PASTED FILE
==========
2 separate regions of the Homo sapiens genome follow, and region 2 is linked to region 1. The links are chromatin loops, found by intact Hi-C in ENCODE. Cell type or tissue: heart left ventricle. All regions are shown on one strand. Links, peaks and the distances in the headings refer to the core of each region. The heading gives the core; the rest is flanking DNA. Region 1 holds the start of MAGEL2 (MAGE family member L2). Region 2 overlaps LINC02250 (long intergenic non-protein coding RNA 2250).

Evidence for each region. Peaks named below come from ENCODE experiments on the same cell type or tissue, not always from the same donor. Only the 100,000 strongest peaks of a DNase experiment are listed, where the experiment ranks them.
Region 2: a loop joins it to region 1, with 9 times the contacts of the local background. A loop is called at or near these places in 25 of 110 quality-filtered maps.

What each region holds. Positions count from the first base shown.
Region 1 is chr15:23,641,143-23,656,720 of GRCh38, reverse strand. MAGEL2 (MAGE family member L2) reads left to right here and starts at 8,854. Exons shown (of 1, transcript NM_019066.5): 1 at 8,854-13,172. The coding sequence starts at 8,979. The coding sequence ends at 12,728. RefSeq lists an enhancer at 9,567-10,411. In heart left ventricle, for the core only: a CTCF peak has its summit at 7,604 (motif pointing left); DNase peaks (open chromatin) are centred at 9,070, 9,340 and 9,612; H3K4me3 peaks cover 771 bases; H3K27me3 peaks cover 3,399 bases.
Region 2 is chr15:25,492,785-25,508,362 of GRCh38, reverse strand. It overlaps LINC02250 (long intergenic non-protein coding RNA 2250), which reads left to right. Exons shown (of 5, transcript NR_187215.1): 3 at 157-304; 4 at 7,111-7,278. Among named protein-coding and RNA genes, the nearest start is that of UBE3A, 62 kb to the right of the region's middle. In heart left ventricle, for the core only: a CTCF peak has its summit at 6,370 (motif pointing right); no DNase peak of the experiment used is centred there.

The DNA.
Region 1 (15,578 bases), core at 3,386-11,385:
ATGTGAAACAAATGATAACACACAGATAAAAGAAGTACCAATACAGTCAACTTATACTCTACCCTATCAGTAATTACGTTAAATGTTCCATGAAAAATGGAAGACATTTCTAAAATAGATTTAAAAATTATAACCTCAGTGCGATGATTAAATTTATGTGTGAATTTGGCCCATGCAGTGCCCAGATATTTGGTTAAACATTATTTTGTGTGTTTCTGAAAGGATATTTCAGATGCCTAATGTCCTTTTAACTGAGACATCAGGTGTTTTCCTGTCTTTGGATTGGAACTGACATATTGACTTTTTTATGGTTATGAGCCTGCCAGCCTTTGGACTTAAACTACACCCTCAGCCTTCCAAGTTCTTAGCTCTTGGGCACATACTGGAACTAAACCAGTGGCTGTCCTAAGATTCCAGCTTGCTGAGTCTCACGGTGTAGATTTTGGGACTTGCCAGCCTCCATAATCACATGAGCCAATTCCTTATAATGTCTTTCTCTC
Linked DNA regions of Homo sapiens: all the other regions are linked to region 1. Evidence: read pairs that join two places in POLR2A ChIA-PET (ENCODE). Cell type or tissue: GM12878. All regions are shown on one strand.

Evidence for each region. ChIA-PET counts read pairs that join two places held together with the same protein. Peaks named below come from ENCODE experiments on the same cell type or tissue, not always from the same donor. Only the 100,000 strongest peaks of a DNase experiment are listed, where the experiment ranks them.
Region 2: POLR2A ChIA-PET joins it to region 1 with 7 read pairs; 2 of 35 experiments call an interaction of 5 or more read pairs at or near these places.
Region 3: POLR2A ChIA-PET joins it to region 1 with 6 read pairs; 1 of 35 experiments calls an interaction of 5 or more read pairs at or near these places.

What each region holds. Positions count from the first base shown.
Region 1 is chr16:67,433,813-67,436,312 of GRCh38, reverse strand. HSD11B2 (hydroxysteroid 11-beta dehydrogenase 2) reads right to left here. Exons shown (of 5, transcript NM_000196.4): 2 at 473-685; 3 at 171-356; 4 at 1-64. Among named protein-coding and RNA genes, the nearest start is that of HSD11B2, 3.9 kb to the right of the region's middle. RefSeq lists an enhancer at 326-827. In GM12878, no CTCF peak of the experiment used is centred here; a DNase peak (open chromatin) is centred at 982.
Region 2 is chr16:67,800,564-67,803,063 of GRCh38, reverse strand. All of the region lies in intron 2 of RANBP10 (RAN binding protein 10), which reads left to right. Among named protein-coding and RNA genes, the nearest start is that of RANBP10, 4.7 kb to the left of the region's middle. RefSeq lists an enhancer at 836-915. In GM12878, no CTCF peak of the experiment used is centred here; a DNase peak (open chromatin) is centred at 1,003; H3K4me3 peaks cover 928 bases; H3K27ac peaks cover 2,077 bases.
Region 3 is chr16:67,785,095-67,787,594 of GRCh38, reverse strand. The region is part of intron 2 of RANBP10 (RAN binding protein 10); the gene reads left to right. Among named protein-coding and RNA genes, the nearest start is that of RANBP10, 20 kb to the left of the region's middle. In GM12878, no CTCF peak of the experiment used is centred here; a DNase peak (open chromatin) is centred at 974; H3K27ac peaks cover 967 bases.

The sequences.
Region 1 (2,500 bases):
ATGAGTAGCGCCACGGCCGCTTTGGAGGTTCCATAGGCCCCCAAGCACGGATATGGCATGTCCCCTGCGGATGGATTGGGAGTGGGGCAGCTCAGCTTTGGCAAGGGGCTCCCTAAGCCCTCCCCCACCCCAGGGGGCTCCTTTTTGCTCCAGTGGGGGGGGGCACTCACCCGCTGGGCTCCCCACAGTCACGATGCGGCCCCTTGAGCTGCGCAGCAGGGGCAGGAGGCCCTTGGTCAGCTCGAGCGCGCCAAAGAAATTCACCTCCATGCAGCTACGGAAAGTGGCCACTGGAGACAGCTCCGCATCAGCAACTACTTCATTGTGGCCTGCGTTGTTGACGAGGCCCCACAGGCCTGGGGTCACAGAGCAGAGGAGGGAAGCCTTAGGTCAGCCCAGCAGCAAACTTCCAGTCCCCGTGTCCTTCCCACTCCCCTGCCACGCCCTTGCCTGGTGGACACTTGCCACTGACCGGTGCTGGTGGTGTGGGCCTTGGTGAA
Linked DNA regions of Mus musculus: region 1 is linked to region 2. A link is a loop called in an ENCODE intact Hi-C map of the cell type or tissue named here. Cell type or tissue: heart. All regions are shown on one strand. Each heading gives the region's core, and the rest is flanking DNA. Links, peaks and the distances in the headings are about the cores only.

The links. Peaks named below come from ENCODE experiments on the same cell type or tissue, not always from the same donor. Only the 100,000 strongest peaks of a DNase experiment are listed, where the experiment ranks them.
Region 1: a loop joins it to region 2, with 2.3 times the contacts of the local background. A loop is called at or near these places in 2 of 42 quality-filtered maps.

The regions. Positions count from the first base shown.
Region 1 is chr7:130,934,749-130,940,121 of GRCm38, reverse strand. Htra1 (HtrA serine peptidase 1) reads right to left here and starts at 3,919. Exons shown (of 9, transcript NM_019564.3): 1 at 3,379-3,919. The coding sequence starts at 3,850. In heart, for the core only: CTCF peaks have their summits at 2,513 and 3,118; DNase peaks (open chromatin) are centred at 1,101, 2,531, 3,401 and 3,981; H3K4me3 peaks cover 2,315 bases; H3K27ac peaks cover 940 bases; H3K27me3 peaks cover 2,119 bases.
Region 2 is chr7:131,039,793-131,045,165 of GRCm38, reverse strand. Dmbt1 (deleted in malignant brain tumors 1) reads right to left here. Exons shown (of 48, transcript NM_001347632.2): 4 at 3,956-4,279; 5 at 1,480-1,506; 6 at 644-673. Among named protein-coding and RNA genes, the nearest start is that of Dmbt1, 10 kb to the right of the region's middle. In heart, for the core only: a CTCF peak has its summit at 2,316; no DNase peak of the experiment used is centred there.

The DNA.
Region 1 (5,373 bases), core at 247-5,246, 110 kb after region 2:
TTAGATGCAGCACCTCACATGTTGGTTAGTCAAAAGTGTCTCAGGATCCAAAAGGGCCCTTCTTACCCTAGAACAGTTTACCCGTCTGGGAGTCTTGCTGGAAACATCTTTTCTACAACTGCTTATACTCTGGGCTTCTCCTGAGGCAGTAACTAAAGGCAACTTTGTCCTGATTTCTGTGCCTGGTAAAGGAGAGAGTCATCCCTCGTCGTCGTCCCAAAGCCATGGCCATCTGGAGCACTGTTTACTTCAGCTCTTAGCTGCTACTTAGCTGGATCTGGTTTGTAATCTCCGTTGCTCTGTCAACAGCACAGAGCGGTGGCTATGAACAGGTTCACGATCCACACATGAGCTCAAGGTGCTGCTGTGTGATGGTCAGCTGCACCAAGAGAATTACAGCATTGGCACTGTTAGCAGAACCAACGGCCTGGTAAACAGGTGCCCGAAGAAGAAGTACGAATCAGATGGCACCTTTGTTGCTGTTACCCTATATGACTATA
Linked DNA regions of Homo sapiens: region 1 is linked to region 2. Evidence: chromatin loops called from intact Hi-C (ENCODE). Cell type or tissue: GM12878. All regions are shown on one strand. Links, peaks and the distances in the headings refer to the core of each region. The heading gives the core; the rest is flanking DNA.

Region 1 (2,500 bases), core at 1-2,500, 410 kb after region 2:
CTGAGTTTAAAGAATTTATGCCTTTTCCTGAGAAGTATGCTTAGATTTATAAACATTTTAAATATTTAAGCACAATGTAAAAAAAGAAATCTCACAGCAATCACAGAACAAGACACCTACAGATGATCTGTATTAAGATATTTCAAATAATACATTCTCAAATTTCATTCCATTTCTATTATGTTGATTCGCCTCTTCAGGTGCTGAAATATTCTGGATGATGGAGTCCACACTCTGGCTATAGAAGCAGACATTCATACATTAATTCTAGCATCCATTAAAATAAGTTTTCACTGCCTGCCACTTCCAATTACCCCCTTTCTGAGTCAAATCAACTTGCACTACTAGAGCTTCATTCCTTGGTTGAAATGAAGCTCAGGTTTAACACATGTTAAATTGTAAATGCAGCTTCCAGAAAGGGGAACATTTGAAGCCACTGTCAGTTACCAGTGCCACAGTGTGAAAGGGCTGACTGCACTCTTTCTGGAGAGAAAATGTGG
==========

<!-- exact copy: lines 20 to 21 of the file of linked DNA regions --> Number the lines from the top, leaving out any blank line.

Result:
ATGAGTAGCGCCACGGCCGCTTTGGAGGTTCCATAGGCCCCCAAGCACGGATATGGCATGTCCCCTGCGGATGGATTGGGAGTGGGGCAGCTCAGCTTTGGCAAGGGGCTCCCTAAGCCCTCCCCCACCCCAGGGGGCTCCTTTTTGCTCCAGTGGGGGGGGGCACTCACCCGCTGGGCTCCCCACAGTCACGATGCGGCCCCTTGAGCTGCGCAGCAGGGGCAGGAGGCCCTTGGTCAGCTCGAGCGCGCCAAAGAAATTCACCTCCATGCAGCTACGGAAAGTGGCCACTGGAGACAGCTCCGCATCAGCAACTACTTCATTGTGGCCTGCGTTGTTGACGAGGCCCCACAGGCCTGGGGTCACAGAGCAGAGGAGGGAAGCCTTAGGTCAGCCCAGCAGCAAACTTCCAGTCCCCGTGTCCTTCCCACTCCCCTGCCACGCCCTTGCCTGGTGGACACTTGCCACTGACCGGTGCTGGTGGTGTGGGCCTTGGTGAA
Linked DNA regions of Mus musculus: region 1 is linked to region 2. A link is a loop called in an ENCODE intact Hi-C map of the cell type or tissue named here. Cell type or tissue: heart. All regions are shown on one strand. Each heading gives the region's core, and the rest is flanking DNA. Links, peaks and the distances in the headings are about the cores only.